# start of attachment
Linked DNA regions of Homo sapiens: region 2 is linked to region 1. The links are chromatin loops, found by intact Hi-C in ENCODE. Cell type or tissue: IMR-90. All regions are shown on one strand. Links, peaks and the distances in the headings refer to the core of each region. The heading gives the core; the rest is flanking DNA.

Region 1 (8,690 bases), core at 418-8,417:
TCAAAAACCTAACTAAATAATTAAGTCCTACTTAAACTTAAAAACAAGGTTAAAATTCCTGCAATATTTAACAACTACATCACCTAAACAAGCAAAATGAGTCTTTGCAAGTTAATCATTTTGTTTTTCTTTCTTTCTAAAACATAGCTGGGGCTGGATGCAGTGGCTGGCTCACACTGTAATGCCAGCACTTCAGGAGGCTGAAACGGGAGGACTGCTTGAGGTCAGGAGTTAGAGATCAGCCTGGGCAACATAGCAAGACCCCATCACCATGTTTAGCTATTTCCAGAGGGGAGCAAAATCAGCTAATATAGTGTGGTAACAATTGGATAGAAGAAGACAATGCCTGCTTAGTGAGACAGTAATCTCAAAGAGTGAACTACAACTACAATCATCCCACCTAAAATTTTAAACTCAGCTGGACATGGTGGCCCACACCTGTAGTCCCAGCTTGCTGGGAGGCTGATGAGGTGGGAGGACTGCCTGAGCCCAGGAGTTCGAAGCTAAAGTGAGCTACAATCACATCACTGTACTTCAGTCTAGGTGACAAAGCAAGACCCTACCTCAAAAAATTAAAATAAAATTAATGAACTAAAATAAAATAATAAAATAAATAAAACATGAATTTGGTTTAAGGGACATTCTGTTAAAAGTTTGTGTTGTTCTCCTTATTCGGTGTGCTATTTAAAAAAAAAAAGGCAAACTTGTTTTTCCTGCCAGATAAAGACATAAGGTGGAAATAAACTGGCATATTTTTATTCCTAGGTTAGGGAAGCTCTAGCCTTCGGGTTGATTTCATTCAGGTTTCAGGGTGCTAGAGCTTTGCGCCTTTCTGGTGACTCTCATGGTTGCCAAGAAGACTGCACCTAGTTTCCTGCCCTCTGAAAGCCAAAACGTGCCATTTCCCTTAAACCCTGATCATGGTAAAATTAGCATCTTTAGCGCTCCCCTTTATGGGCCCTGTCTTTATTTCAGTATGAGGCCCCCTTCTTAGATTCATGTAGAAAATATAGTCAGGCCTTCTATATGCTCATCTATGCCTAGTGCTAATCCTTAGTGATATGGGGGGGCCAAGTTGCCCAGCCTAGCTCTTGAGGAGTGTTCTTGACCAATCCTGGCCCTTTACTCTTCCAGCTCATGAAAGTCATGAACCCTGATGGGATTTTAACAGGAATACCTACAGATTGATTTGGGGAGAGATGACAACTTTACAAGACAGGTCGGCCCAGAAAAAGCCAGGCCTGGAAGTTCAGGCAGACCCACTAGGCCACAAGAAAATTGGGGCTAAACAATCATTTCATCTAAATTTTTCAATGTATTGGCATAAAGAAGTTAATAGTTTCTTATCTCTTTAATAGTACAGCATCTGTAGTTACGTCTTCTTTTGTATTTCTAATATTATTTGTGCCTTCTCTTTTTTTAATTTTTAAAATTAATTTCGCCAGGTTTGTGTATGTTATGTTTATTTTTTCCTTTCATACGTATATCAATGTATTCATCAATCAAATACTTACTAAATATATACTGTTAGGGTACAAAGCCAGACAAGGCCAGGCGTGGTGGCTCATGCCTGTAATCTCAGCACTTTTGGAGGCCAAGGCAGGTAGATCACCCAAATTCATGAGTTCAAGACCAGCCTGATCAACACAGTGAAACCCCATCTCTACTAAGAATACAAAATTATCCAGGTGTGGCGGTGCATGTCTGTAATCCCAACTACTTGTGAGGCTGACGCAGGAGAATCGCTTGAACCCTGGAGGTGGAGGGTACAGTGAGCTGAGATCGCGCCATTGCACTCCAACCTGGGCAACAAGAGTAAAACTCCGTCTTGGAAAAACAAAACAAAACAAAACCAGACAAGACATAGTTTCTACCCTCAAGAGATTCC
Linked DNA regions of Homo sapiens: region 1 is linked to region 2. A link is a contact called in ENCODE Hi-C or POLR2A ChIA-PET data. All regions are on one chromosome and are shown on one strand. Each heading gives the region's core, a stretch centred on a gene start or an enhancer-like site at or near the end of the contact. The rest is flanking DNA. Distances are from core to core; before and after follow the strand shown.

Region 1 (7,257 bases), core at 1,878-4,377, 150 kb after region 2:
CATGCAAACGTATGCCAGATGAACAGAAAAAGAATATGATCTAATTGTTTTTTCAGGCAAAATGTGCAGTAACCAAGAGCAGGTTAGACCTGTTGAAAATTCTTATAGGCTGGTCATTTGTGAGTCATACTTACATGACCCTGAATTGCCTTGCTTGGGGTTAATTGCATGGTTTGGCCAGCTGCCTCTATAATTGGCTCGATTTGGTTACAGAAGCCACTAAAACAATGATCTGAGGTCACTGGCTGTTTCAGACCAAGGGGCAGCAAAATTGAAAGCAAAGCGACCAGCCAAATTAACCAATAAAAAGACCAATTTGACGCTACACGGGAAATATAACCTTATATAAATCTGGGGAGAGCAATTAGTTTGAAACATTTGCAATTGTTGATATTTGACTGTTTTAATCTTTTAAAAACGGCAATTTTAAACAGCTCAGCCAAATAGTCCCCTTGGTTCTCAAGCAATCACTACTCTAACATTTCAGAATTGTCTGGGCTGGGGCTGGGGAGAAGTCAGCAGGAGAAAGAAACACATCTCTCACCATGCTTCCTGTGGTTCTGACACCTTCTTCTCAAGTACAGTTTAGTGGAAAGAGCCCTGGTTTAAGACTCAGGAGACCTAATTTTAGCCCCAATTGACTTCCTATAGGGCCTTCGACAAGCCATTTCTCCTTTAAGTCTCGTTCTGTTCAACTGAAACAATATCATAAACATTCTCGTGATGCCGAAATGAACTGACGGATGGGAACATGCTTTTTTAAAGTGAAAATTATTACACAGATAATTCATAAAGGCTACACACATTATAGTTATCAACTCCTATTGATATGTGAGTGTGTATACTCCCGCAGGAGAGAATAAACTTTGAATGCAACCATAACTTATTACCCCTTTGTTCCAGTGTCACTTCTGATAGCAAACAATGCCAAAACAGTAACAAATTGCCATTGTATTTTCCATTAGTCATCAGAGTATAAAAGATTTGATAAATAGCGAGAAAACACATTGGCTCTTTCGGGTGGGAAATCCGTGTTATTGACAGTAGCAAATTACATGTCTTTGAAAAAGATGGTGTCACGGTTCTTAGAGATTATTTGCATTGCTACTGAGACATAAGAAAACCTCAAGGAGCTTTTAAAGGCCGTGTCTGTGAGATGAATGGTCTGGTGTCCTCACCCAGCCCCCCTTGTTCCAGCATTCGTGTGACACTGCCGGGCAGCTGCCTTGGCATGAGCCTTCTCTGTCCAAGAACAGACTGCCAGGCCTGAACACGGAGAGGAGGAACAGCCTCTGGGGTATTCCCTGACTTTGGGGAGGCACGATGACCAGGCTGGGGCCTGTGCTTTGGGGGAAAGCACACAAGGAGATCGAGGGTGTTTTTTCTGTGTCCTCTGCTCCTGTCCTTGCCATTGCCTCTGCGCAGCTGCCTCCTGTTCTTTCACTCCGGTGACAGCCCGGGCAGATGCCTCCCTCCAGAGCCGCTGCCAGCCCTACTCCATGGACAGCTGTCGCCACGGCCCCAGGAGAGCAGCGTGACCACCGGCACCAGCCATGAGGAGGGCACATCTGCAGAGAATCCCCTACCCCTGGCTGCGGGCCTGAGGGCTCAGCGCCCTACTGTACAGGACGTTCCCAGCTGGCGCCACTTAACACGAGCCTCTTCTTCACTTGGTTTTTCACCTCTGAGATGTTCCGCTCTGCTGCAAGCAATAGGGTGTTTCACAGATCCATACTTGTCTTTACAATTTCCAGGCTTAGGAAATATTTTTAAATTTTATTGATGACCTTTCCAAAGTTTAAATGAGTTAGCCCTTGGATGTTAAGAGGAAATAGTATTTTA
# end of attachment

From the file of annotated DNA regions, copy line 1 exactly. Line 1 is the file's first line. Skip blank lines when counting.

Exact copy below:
Linked DNA regions of Homo sapiens: region 2 is linked to region 1. The links are chromatin loops, found by intact Hi-C in ENCODE. Cell type or tissue: IMR-90. All regions are shown on one strand. Links, peaks and the distances in the headings refer to the core of each region. The heading gives the core; the rest is flanking DNA.